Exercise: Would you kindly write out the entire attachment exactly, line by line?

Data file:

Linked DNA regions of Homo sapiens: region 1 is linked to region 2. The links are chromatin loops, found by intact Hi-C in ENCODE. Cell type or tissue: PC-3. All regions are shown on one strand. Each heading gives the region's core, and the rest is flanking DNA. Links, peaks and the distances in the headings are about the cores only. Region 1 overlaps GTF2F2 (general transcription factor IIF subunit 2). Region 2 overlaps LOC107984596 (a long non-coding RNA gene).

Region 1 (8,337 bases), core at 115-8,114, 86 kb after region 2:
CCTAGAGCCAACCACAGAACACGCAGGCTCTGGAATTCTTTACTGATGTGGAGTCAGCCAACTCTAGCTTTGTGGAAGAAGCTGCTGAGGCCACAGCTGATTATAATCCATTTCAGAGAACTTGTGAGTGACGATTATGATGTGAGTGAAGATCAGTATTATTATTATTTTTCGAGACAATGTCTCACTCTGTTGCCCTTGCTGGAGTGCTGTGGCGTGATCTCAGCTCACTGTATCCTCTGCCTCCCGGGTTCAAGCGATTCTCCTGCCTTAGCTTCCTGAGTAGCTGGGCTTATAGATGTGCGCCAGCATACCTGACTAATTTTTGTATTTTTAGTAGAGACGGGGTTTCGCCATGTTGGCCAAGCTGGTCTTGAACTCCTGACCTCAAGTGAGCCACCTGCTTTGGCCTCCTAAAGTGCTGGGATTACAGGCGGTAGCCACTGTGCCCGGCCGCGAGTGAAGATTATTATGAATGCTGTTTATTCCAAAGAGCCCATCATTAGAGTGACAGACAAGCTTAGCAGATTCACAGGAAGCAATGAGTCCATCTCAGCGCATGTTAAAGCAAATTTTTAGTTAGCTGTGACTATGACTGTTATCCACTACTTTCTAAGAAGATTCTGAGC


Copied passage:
Linked DNA regions of Homo sapiens: region 1 is linked to region 2. The links are chromatin loops, found by intact Hi-C in ENCODE. Cell type or tissue: PC-3. All regions are shown on one strand. Each heading gives the region's core, and the rest is flanking DNA. Links, peaks and the distances in the headings are about the cores only. Region 1 overlaps GTF2F2 (general transcription factor IIF subunit 2). Region 2 overlaps LOC107984596 (a long non-coding RNA gene).

Region 1 (8,337 bases), core at 115-8,114, 86 kb after region 2:
CCTAGAGCCAACCACAGAACACGCAGGCTCTGGAATTCTTTACTGATGTGGAGTCAGCCAACTCTAGCTTTGTGGAAGAAGCTGCTGAGGCCACAGCTGATTATAATCCATTTCAGAGAACTTGTGAGTGACGATTATGATGTGAGTGAAGATCAGTATTATTATTATTTTTCGAGACAATGTCTCACTCTGTTGCCCTTGCTGGAGTGCTGTGGCGTGATCTCAGCTCACTGTATCCTCTGCCTCCCGGGTTCAAGCGATTCTCCTGCCTTAGCTTCCTGAGTAGCTGGGCTTATAGATGTGCGCCAGCATACCTGACTAATTTTTGTATTTTTAGTAGAGACGGGGTTTCGCCATGTTGGCCAAGCTGGTCTTGAACTCCTGACCTCAAGTGAGCCACCTGCTTTGGCCTCCTAAAGTGCTGGGATTACAGGCGGTAGCCACTGTGCCCGGCCGCGAGTGAAGATTATTATGAATGCTGTTTATTCCAAAGAGCCCATCATTAGAGTGACAGACAAGCTTAGCAGATTCACAGGAAGCAATGAGTCCATCTCAGCGCATGTTAAAGCAAATTTTTAGTTAGCTGTGACTATGACTGTTATCCACTACTTTCTAAGAAGATTCTGAGC